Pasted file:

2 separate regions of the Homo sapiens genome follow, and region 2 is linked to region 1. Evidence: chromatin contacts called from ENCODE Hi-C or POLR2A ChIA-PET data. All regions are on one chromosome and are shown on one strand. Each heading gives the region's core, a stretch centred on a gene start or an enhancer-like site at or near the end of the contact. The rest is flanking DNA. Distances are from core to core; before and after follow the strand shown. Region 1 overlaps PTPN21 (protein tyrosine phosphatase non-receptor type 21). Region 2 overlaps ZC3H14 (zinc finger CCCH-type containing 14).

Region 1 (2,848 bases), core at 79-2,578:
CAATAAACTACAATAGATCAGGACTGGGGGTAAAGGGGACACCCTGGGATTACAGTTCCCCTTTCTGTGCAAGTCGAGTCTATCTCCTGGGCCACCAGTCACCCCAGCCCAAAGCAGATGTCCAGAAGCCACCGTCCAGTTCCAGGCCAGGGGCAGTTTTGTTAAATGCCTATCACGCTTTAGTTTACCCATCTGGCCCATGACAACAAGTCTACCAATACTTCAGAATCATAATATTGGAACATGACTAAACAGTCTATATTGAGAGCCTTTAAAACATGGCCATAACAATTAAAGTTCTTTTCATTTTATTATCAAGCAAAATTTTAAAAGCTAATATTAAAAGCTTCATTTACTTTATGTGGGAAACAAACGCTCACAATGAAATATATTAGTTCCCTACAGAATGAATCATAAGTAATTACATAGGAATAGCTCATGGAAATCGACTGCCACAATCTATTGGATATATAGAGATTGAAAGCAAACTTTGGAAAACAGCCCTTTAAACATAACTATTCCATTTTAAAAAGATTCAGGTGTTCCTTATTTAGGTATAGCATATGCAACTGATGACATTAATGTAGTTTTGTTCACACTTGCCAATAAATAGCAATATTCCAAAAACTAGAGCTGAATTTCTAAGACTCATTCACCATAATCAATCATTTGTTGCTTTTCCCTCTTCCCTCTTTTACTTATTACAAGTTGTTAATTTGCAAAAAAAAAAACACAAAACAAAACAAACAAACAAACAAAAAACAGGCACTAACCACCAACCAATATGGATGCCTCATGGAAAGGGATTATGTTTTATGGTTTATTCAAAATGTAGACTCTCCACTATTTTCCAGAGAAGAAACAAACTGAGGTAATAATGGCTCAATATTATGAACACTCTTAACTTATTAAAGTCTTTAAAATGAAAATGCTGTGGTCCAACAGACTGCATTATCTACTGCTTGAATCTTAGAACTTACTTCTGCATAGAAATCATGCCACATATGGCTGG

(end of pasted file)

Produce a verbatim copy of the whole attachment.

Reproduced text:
2 separate regions of the Homo sapiens genome follow, and region 2 is linked to region 1. Evidence: chromatin contacts called from ENCODE Hi-C or POLR2A ChIA-PET data. All regions are on one chromosome and are shown on one strand. Each heading gives the region's core, a stretch centred on a gene start or an enhancer-like site at or near the end of the contact. The rest is flanking DNA. Distances are from core to core; before and after follow the strand shown. Region 1 overlaps PTPN21 (protein tyrosine phosphatase non-receptor type 21). Region 2 overlaps ZC3H14 (zinc finger CCCH-type containing 14).

Region 1 (2,848 bases), core at 79-2,578:
CAATAAACTACAATAGATCAGGACTGGGGGTAAAGGGGACACCCTGGGATTACAGTTCCCCTTTCTGTGCAAGTCGAGTCTATCTCCTGGGCCACCAGTCACCCCAGCCCAAAGCAGATGTCCAGAAGCCACCGTCCAGTTCCAGGCCAGGGGCAGTTTTGTTAAATGCCTATCACGCTTTAGTTTACCCATCTGGCCCATGACAACAAGTCTACCAATACTTCAGAATCATAATATTGGAACATGACTAAACAGTCTATATTGAGAGCCTTTAAAACATGGCCATAACAATTAAAGTTCTTTTCATTTTATTATCAAGCAAAATTTTAAAAGCTAATATTAAAAGCTTCATTTACTTTATGTGGGAAACAAACGCTCACAATGAAATATATTAGTTCCCTACAGAATGAATCATAAGTAATTACATAGGAATAGCTCATGGAAATCGACTGCCACAATCTATTGGATATATAGAGATTGAAAGCAAACTTTGGAAAACAGCCCTTTAAACATAACTATTCCATTTTAAAAAGATTCAGGTGTTCCTTATTTAGGTATAGCATATGCAACTGATGACATTAATGTAGTTTTGTTCACACTTGCCAATAAATAGCAATATTCCAAAAACTAGAGCTGAATTTCTAAGACTCATTCACCATAATCAATCATTTGTTGCTTTTCCCTCTTCCCTCTTTTACTTATTACAAGTTGTTAATTTGCAAAAAAAAAAACACAAAACAAAACAAACAAACAAACAAAAAACAGGCACTAACCACCAACCAATATGGATGCCTCATGGAAAGGGATTATGTTTTATGGTTTATTCAAAATGTAGACTCTCCACTATTTTCCAGAGAAGAAACAAACTGAGGTAATAATGGCTCAATATTATGAACACTCTTAACTTATTAAAGTCTTTAAAATGAAAATGCTGTGGTCCAACAGACTGCATTATCTACTGCTTGAATCTTAGAACTTACTTCTGCATAGAAATCATGCCACATATGGCTGG